Maybe through arbitration? So, just ignore the arbitration award. Maybe through reprisal by Daewoo? So, there are plenty of other buyers other than Daewoo. (Maybe there’s just some international body of contract law I don’t know about and some sort of international jurisdiction for it???) Plus, I think most potential buyers would be pretty forgiving if Madagascar broke some bizarre quasi-colonial lease deal. The buyers would think, “our deal won’t be anything like that, so chances our they’d be hardly as likely to break it.”

    As you note in the post, the deal potentially infringes on the sovereignty of Madagascar by maybe removing trade regulation tools. You’d think that it’s a fundamental, though implicit, policy of the laws of Madagascar that sovereignty would be maintained. (There might be a constitutional provision that could be used to this effect.) So maybe that would be a basis for Madagascar invalidating the deal?

    Presumably, all these constitutional/policy/practical uncertainties are “priced in” to the deal, so that the price tag for Daewoo was lower as a result. In that sense, all these uncertainties would be like implicit exit clauses, no? So maybe it’s not the end of the world for Madagascar if there’s no explicit exit clause?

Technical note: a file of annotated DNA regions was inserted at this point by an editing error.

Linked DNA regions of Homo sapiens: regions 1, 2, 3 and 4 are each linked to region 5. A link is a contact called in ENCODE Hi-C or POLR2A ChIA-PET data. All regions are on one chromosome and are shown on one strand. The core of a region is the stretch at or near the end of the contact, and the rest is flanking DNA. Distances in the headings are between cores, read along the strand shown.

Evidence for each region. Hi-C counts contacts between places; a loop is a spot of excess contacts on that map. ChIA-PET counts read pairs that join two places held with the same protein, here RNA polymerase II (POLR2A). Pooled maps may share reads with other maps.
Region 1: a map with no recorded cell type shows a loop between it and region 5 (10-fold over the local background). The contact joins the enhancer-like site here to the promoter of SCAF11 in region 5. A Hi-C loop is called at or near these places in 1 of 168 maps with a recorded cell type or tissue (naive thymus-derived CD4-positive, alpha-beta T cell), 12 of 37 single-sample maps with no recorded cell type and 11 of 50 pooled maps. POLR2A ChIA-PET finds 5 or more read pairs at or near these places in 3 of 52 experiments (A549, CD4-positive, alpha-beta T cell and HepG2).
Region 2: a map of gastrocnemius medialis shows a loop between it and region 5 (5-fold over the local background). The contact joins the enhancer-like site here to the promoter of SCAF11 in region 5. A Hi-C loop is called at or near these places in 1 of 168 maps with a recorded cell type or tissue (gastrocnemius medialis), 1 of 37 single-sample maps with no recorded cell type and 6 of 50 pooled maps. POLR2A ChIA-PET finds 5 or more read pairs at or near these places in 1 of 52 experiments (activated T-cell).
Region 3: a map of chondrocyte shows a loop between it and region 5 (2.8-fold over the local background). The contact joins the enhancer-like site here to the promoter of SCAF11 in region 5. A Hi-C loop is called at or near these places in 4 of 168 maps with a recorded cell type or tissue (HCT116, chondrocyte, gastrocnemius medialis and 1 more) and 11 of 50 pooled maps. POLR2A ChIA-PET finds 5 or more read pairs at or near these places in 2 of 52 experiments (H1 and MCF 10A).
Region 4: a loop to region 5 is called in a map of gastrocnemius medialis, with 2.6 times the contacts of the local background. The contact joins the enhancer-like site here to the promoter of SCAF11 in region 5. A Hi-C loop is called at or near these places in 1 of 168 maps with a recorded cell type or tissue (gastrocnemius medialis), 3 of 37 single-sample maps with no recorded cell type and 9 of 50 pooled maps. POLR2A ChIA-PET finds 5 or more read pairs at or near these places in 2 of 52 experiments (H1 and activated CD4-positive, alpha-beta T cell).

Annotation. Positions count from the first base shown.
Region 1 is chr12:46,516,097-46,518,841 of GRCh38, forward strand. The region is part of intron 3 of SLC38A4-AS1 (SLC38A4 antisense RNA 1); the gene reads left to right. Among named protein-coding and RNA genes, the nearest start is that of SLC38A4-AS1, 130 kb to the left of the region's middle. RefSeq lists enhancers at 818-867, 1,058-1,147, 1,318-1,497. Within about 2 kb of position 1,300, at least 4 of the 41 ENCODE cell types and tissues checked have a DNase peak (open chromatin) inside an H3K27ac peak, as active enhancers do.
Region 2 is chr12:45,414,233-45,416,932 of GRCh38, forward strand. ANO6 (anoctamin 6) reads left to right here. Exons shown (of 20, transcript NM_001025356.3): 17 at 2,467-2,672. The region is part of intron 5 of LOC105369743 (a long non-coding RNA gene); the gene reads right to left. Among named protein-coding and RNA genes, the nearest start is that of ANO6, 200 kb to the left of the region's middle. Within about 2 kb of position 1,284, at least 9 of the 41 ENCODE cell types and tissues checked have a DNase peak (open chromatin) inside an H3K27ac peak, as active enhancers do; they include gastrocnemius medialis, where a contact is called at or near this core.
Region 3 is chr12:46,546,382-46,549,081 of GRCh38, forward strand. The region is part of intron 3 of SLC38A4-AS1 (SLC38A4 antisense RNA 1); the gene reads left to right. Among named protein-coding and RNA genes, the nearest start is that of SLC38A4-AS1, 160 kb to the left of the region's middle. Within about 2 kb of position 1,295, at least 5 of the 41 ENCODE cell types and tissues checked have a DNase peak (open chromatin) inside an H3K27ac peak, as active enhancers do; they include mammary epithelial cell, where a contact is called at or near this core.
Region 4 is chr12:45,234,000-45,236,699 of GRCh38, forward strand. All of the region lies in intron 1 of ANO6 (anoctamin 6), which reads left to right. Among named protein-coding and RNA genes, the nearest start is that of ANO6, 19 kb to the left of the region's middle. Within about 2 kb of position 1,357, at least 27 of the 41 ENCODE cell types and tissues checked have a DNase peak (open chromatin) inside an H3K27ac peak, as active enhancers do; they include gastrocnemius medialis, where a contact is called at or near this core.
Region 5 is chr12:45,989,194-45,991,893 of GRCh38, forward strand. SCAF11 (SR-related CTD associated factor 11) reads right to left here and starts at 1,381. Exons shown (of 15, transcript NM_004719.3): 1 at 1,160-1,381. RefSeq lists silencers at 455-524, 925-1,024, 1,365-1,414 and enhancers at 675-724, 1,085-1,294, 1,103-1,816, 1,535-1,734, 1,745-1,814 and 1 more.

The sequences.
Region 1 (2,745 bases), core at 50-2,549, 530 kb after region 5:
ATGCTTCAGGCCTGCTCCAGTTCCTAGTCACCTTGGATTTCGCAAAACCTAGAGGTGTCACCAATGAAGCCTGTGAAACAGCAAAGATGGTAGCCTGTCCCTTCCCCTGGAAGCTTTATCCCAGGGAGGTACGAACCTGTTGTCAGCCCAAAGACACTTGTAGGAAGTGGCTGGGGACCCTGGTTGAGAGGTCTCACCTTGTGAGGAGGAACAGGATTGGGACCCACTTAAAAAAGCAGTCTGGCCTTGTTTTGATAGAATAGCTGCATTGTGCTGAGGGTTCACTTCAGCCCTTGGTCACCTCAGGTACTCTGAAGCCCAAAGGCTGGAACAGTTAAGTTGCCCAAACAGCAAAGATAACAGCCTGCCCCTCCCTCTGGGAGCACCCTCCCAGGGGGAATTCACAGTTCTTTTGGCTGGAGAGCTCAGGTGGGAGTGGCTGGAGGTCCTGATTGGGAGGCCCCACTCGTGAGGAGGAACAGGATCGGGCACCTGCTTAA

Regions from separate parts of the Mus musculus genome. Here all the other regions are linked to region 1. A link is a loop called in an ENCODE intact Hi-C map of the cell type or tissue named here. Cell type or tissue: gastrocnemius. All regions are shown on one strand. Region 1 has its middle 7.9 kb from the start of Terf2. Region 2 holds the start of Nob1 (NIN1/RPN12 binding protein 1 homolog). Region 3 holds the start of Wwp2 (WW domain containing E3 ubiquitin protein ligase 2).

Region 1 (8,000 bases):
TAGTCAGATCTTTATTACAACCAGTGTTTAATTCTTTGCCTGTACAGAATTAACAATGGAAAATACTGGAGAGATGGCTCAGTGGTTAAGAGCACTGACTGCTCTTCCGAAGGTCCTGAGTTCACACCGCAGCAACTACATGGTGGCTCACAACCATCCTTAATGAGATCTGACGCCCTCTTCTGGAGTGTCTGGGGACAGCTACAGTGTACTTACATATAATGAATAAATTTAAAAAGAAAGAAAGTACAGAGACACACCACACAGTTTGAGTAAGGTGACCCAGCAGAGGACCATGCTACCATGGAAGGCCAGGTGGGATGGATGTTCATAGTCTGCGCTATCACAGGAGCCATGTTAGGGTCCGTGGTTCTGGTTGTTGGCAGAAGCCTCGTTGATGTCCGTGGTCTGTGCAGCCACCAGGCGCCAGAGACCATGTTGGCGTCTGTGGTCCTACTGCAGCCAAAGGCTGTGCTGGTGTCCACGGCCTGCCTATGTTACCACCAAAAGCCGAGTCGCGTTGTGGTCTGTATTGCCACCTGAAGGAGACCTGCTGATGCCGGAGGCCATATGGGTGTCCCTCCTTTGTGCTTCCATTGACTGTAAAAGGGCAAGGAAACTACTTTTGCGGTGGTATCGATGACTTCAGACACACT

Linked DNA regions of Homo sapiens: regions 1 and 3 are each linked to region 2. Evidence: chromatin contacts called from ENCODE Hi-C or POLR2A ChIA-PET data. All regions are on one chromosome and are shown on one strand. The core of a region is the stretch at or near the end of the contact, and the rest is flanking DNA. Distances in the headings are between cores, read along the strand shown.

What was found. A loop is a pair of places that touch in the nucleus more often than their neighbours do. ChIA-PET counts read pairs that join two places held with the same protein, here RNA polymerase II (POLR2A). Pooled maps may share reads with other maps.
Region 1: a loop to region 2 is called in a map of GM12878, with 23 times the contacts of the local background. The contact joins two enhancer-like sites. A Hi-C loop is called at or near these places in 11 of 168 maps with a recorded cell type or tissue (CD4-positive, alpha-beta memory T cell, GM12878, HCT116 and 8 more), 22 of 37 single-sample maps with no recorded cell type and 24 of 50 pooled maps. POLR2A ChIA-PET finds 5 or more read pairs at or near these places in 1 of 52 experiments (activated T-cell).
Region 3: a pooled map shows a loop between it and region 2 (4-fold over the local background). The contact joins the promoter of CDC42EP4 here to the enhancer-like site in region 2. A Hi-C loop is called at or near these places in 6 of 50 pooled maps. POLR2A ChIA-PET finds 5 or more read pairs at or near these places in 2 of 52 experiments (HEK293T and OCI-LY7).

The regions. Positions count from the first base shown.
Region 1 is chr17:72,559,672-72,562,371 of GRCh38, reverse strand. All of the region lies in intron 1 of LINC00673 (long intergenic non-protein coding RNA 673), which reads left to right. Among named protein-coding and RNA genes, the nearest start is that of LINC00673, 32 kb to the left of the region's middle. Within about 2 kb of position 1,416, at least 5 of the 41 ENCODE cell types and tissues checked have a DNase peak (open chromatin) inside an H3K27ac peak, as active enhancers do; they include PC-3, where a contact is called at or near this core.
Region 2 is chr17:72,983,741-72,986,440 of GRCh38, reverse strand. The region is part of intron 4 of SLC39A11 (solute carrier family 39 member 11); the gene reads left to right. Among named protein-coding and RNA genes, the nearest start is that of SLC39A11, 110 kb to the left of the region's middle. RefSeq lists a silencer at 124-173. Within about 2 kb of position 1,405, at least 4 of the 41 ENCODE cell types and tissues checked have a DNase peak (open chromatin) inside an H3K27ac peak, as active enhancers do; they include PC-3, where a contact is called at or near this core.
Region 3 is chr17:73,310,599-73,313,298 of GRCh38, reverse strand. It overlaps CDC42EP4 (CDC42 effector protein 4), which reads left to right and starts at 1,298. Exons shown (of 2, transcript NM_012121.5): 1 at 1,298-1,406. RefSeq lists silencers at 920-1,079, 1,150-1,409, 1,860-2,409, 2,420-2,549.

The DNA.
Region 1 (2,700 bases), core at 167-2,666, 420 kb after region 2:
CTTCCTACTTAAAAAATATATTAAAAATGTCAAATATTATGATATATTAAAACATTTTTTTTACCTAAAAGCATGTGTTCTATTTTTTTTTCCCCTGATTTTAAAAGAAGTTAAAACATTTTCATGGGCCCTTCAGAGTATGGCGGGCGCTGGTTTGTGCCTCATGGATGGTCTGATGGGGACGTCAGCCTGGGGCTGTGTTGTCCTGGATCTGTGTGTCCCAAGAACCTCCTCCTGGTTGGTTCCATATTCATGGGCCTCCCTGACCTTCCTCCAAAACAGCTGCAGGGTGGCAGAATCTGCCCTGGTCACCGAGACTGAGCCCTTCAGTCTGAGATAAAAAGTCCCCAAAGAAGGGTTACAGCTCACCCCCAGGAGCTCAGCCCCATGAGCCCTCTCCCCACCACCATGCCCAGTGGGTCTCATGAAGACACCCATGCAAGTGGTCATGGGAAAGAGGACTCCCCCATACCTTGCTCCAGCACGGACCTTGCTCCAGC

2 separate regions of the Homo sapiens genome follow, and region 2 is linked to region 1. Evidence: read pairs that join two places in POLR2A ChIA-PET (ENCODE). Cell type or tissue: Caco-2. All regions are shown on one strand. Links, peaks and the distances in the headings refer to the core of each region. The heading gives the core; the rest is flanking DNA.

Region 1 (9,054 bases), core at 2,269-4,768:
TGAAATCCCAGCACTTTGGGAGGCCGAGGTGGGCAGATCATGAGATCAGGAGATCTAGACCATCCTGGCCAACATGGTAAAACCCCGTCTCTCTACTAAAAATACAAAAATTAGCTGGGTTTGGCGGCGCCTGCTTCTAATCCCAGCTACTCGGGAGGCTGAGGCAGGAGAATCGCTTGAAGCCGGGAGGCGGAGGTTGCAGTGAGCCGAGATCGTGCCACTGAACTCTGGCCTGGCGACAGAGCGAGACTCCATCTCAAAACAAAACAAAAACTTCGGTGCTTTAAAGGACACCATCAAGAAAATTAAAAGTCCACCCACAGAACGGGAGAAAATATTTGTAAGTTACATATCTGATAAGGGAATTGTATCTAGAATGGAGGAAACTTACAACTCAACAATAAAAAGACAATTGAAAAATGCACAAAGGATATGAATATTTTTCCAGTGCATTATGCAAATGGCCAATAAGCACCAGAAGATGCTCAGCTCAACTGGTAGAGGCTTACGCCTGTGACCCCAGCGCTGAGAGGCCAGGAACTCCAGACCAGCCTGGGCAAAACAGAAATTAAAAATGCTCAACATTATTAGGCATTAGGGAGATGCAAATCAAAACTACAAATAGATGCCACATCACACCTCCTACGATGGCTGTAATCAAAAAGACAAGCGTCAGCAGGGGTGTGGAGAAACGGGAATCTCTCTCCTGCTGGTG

3. carlos odora

    Well, may be in the absence of Madagascar using the land, some one had better put it to use. My only worry is that they mine all the minerals out using the crop and leave the land unproductive in the future. Otherwise, what ever use they put the land to, therewill be some form of technology transfer.

  4. Steve Venton

    There is great cause to be concerned about this trend. I visited Madagascar and the region Daewoo plan to use in 2008.

    It is a beautiful unique, dry deciduous forest – with very slow growing trees. There are many weird and wonderful plants and animals, cute lemurs, cool geckos and amazing birds that are not only endangered but are found nowhere else on the planet.

    So much of Madagascar has already been destroyed – some 85% of their forests have been burned and at present rates, it will all be gone by 2025, including the “protected” forests in the national parks.

    Forget the fact that a vast amount of this forest will be cleared to grow the maize. Moving 70,000 people to an area with no infrastructure, they will clear the land to grow their own food and cut trees to burn as firewood.

    It’s taken Madagascar 175,000,000 years to become a unique place on earth. And it, like so many other places will be destroyed completely in our generation because, although the reasons are complex, simply there are vastly too many people on Earth.

  5. Duncan

    Update: As of mid January 2009, it looks like the Daewoo deal is off. According to the Telegraph,
    ‘Now the Daewoo plan, the largest in Africa covering an area of roughly half of Madagascar’s current arable land, has been put on hold after the Malagasy people protested that it would make them a “South Korean colony”.’
    See for full story